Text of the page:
–Who are some of your favorite writers of weird fiction, especially those who tend to be overlooked or are underrated in your opinion?
Your answers will help WFR determine who and what to cover in the coming months.
Oddkin, Weirdie, & Old Peculiar
Clarkesworld Magazine has hosted a roundtable with just a few of the contributors to our The Weird compendium, centered around the subject of “What is The Weird?” Their answers are various and fascinating.
Our own take on it is can be found in our intro to The Weird, where we cite Lovecraft’s classic definition as well as make the argument for the influence of Kafka, especially after World War II.
What was Lovecraft’s definition? In 1927, he wrote that the weird tale “has something more than secret murder, bloody bones, or a sheeted form clanking chains.” Instead, it represents the pursuit of some indefinable and perhaps maddeningly unreachable understanding of the world beyond the mundane — a ‘certain atmosphere of breathless and unexplainable dread” or “malign and particular suspension or defeat of…fixed laws of Nature” — through fiction that comes from the more unsettling, shadowy side of the fantastical tradition.
As we write in our introduction, “Because The Weird often exists in the interstices, because it can occupy different territories simultaneously, an impulse exists among the more rigid taxonomists to find The Weird suspect, to argue it should not, cannot be, separated out from other traditions. Because The Weird is as much a sensation as it is a mode of writing, the most keenly attuned amongst us will say ‘I know it when I see it,’ by which they mean ‘I know it when I feel it’ — and this, too, the more rigorous of categorizing taxidermists will take to mean The Weird does not exist when, in fact, this is one of the more compelling arguments for its existence.”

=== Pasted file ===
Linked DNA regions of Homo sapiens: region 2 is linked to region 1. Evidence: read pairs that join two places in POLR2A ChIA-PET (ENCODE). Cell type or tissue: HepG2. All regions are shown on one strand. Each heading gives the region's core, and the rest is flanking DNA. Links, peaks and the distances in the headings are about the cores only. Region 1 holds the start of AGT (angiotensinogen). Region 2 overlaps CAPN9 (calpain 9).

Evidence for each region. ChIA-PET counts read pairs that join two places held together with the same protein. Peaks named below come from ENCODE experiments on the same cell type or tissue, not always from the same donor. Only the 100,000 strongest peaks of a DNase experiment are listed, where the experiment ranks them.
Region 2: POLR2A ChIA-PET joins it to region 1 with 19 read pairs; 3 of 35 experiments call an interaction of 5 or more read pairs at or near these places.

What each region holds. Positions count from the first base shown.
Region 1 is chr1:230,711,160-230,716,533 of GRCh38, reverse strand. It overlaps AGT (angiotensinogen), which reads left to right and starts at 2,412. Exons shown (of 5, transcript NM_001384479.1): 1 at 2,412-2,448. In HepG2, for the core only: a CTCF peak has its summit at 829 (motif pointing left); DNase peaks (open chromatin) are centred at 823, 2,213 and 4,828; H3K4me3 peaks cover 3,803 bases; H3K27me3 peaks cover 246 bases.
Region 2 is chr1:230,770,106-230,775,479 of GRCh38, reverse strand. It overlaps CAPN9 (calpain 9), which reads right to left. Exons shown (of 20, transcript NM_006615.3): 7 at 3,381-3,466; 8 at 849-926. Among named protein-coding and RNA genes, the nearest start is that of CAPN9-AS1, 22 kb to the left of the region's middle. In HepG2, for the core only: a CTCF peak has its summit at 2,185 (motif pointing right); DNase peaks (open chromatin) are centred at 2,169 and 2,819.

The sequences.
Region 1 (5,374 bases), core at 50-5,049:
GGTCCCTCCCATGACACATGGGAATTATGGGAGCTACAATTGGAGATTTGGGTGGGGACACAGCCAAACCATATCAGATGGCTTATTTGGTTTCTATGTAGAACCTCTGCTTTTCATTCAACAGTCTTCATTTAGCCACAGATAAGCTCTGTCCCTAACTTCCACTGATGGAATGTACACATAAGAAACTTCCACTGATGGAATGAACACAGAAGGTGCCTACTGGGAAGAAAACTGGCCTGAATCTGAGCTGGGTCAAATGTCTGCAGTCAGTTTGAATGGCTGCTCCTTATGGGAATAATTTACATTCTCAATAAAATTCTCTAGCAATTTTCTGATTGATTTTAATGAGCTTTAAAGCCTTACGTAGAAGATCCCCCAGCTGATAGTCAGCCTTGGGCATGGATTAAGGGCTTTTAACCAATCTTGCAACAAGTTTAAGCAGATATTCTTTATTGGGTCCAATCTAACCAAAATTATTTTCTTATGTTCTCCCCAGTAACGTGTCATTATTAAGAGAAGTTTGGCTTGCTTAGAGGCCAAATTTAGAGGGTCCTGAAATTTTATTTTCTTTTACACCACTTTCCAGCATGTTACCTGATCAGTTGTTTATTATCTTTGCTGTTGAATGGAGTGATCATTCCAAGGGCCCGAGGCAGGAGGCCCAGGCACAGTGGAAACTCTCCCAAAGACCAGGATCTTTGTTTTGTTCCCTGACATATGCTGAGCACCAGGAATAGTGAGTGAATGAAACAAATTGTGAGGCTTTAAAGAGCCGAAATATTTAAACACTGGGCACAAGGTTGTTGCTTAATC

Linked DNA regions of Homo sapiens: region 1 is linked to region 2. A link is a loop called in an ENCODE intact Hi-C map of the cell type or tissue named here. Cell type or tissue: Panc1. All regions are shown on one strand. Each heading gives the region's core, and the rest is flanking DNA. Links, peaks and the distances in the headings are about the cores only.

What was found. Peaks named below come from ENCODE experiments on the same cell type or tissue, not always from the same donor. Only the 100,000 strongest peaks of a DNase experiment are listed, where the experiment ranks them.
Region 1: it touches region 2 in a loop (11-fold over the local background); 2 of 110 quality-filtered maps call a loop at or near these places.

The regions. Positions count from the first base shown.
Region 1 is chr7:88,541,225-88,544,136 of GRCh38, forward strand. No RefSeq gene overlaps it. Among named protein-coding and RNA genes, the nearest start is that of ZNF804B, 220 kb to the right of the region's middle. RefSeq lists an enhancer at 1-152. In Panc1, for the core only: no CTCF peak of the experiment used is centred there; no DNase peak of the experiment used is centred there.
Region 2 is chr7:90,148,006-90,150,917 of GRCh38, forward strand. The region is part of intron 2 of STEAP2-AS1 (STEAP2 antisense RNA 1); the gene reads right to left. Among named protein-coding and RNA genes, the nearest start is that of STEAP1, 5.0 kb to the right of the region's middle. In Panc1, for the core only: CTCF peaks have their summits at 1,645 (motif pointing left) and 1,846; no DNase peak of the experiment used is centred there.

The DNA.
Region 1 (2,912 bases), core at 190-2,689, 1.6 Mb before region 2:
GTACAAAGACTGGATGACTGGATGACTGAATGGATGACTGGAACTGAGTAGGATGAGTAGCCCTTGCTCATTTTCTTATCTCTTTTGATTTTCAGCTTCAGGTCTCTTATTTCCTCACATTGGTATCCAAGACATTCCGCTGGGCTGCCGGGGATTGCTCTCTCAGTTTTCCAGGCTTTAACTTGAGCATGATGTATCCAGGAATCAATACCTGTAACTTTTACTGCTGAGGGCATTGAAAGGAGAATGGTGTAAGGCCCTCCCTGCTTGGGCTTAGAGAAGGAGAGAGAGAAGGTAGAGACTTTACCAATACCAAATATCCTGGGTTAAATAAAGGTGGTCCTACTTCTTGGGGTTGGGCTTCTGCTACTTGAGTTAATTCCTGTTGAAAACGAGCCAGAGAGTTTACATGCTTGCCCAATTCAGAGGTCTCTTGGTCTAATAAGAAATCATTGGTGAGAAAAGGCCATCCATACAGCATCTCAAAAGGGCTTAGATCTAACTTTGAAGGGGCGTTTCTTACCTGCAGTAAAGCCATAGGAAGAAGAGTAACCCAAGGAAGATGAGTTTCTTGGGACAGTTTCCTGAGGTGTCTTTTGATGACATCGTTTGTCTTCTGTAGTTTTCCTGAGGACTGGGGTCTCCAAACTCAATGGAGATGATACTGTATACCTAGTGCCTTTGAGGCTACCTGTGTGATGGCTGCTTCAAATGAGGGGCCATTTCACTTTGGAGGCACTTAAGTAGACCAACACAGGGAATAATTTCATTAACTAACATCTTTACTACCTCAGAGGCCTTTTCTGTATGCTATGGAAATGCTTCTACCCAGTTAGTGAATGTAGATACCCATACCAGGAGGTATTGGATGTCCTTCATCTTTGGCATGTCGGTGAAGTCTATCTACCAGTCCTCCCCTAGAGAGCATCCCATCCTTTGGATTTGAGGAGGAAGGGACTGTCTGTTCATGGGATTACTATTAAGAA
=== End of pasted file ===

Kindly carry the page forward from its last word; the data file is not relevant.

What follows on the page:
In Michael Moorcock’s foreweird to the anthology, he writes about the tension in weird fiction between an unwillingness to be pigeonholed and yet finding useful entry points for readers: “Generally the real tensions in literary forms come from that which can be readilycommodified and branded and that which cannot. Fritz Leiber, one of the best American stylists I knew, told me that he had talked about this with two Weird Tales contributors Robert Bloch (of Psycho fame) and Henry Kuttner (primarily an SF writer). All had begun writing unrationalised fiction, having much in common with surrealism or absurdism, to discover very quickly that literary magazines wanted an approximation of realism and commercial markets needed to know why, forcing you to cook up some sort of rationalization for the events you described so that you came to see your failure to rationalize as some sort of flaw or laziness in yourself.”
Among other fascinating ideas found in his idiosyncratic afterweird, China Mieville asserts that “The fact of the Weird is the fact that the worldweave is ripped and unfinished. Moth-eaten, ill-made. And that through the little tears, from behind the ragged edges, things are looking at us.” (Next week, WFR will post a substantial excerpt from Mieville’s afterweird.)
The idea of things looking at the reader from the story is deeply weird, and also hints at the sense in the best weird fiction of something beyond hidden in the paragraph, an almost luminous quality of meaning just beyond comprehension. The best weird tales also reward multiple readings and like the best fiction generally seem to change or shift upon re-reading.
Don’t forget to tell us about your favorite weird writers.